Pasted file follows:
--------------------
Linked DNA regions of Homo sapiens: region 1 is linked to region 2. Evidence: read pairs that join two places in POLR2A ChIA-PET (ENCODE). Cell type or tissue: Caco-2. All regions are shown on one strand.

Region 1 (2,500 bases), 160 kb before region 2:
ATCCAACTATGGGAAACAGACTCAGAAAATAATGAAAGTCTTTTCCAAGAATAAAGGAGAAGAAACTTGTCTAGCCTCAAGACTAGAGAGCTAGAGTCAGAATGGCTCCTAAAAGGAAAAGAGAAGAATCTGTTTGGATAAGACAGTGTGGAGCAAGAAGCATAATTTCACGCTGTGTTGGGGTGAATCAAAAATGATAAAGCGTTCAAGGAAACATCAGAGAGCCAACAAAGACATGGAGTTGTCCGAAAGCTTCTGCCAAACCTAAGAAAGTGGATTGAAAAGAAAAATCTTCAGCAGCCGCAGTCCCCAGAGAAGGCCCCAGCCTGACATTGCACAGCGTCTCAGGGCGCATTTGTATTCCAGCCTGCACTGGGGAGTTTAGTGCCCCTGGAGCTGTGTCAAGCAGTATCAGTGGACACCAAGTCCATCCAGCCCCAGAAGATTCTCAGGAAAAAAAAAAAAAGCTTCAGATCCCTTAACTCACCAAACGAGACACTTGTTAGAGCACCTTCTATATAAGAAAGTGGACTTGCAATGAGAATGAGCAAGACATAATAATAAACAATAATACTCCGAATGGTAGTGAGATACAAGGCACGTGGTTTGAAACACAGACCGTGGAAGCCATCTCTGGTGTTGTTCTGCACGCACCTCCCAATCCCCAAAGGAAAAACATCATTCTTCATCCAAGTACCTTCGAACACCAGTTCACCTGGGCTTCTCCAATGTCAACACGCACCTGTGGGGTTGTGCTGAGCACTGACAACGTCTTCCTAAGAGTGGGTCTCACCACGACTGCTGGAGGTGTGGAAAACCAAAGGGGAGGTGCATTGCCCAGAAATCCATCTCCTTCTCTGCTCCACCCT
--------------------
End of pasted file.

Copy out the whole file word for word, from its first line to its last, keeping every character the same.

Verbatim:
Linked DNA regions of Homo sapiens: region 1 is linked to region 2. Evidence: read pairs that join two places in POLR2A ChIA-PET (ENCODE). Cell type or tissue: Caco-2. All regions are shown on one strand.

Region 1 (2,500 bases), 160 kb before region 2:
ATCCAACTATGGGAAACAGACTCAGAAAATAATGAAAGTCTTTTCCAAGAATAAAGGAGAAGAAACTTGTCTAGCCTCAAGACTAGAGAGCTAGAGTCAGAATGGCTCCTAAAAGGAAAAGAGAAGAATCTGTTTGGATAAGACAGTGTGGAGCAAGAAGCATAATTTCACGCTGTGTTGGGGTGAATCAAAAATGATAAAGCGTTCAAGGAAACATCAGAGAGCCAACAAAGACATGGAGTTGTCCGAAAGCTTCTGCCAAACCTAAGAAAGTGGATTGAAAAGAAAAATCTTCAGCAGCCGCAGTCCCCAGAGAAGGCCCCAGCCTGACATTGCACAGCGTCTCAGGGCGCATTTGTATTCCAGCCTGCACTGGGGAGTTTAGTGCCCCTGGAGCTGTGTCAAGCAGTATCAGTGGACACCAAGTCCATCCAGCCCCAGAAGATTCTCAGGAAAAAAAAAAAAAGCTTCAGATCCCTTAACTCACCAAACGAGACACTTGTTAGAGCACCTTCTATATAAGAAAGTGGACTTGCAATGAGAATGAGCAAGACATAATAATAAACAATAATACTCCGAATGGTAGTGAGATACAAGGCACGTGGTTTGAAACACAGACCGTGGAAGCCATCTCTGGTGTTGTTCTGCACGCACCTCCCAATCCCCAAAGGAAAAACATCATTCTTCATCCAAGTACCTTCGAACACCAGTTCACCTGGGCTTCTCCAATGTCAACACGCACCTGTGGGGTTGTGCTGAGCACTGACAACGTCTTCCTAAGAGTGGGTCTCACCACGACTGCTGGAGGTGTGGAAAACCAAAGGGGAGGTGCATTGCCCAGAAATCCATCTCCTTCTCTGCTCCACCCT